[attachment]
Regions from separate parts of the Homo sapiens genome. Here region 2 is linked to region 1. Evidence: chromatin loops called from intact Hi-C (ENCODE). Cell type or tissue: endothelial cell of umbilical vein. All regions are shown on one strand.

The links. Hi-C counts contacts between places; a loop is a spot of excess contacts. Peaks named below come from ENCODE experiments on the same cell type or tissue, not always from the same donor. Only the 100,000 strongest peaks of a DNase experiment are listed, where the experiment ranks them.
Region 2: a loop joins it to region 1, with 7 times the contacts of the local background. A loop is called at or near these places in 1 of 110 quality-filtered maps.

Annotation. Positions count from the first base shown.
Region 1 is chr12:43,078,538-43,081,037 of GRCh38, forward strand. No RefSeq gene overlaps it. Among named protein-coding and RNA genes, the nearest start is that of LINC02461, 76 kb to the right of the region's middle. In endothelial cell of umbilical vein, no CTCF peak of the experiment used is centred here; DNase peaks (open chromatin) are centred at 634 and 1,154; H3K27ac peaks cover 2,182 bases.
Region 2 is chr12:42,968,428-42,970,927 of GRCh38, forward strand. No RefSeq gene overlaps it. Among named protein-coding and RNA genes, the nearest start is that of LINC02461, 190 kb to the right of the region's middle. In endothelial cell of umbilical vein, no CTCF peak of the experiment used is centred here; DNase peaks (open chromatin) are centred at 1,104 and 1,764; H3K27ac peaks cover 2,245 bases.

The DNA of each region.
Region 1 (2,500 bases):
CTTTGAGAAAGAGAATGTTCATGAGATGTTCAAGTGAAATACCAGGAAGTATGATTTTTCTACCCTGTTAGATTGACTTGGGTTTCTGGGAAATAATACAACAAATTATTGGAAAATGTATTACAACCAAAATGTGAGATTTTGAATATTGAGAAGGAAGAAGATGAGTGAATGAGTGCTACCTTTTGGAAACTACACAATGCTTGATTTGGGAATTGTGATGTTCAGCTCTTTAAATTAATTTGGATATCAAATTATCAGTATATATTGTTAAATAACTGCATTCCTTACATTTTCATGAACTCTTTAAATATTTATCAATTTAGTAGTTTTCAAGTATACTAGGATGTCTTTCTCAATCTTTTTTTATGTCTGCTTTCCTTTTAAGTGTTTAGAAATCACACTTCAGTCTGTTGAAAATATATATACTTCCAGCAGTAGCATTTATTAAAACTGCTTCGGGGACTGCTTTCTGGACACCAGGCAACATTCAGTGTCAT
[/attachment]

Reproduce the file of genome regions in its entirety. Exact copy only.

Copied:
Regions from separate parts of the Homo sapiens genome. Here region 2 is linked to region 1. Evidence: chromatin loops called from intact Hi-C (ENCODE). Cell type or tissue: endothelial cell of umbilical vein. All regions are shown on one strand.

The links. Hi-C counts contacts between places; a loop is a spot of excess contacts. Peaks named below come from ENCODE experiments on the same cell type or tissue, not always from the same donor. Only the 100,000 strongest peaks of a DNase experiment are listed, where the experiment ranks them.
Region 2: a loop joins it to region 1, with 7 times the contacts of the local background. A loop is called at or near these places in 1 of 110 quality-filtered maps.

Annotation. Positions count from the first base shown.
Region 1 is chr12:43,078,538-43,081,037 of GRCh38, forward strand. No RefSeq gene overlaps it. Among named protein-coding and RNA genes, the nearest start is that of LINC02461, 76 kb to the right of the region's middle. In endothelial cell of umbilical vein, no CTCF peak of the experiment used is centred here; DNase peaks (open chromatin) are centred at 634 and 1,154; H3K27ac peaks cover 2,182 bases.
Region 2 is chr12:42,968,428-42,970,927 of GRCh38, forward strand. No RefSeq gene overlaps it. Among named protein-coding and RNA genes, the nearest start is that of LINC02461, 190 kb to the right of the region's middle. In endothelial cell of umbilical vein, no CTCF peak of the experiment used is centred here; DNase peaks (open chromatin) are centred at 1,104 and 1,764; H3K27ac peaks cover 2,245 bases.

The DNA of each region.
Region 1 (2,500 bases):
CTTTGAGAAAGAGAATGTTCATGAGATGTTCAAGTGAAATACCAGGAAGTATGATTTTTCTACCCTGTTAGATTGACTTGGGTTTCTGGGAAATAATACAACAAATTATTGGAAAATGTATTACAACCAAAATGTGAGATTTTGAATATTGAGAAGGAAGAAGATGAGTGAATGAGTGCTACCTTTTGGAAACTACACAATGCTTGATTTGGGAATTGTGATGTTCAGCTCTTTAAATTAATTTGGATATCAAATTATCAGTATATATTGTTAAATAACTGCATTCCTTACATTTTCATGAACTCTTTAAATATTTATCAATTTAGTAGTTTTCAAGTATACTAGGATGTCTTTCTCAATCTTTTTTTATGTCTGCTTTCCTTTTAAGTGTTTAGAAATCACACTTCAGTCTGTTGAAAATATATATACTTCCAGCAGTAGCATTTATTAAAACTGCTTCGGGGACTGCTTTCTGGACACCAGGCAACATTCAGTGTCAT